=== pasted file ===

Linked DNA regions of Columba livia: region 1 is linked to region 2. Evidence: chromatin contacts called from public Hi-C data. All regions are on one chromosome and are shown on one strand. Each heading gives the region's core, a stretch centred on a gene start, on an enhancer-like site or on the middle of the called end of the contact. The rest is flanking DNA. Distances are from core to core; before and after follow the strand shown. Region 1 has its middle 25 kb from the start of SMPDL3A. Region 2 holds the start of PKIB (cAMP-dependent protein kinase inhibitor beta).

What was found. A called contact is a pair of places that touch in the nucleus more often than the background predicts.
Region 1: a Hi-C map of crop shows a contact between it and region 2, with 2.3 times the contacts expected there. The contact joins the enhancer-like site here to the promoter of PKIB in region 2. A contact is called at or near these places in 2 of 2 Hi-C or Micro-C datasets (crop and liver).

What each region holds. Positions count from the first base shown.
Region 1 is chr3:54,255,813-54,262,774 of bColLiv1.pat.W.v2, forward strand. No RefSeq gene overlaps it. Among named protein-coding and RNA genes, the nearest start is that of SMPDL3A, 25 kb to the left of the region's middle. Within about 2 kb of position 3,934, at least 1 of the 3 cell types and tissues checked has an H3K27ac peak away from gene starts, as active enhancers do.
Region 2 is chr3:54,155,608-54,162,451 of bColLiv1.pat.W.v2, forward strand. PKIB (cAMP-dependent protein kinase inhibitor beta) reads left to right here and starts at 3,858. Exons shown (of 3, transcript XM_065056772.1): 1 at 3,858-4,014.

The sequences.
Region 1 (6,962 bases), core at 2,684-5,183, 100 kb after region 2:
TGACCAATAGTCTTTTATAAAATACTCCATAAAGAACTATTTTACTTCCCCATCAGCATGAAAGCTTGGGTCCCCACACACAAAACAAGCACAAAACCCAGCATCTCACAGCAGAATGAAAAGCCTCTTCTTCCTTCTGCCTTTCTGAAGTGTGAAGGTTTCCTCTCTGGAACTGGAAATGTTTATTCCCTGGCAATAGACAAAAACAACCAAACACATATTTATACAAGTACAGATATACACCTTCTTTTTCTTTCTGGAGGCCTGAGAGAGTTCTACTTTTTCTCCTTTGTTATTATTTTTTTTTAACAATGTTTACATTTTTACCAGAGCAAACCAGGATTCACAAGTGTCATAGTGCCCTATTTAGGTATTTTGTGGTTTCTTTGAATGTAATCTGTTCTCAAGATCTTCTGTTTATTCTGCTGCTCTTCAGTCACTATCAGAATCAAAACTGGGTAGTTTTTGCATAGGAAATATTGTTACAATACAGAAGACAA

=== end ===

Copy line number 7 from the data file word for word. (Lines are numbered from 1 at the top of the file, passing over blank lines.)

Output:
The sequences.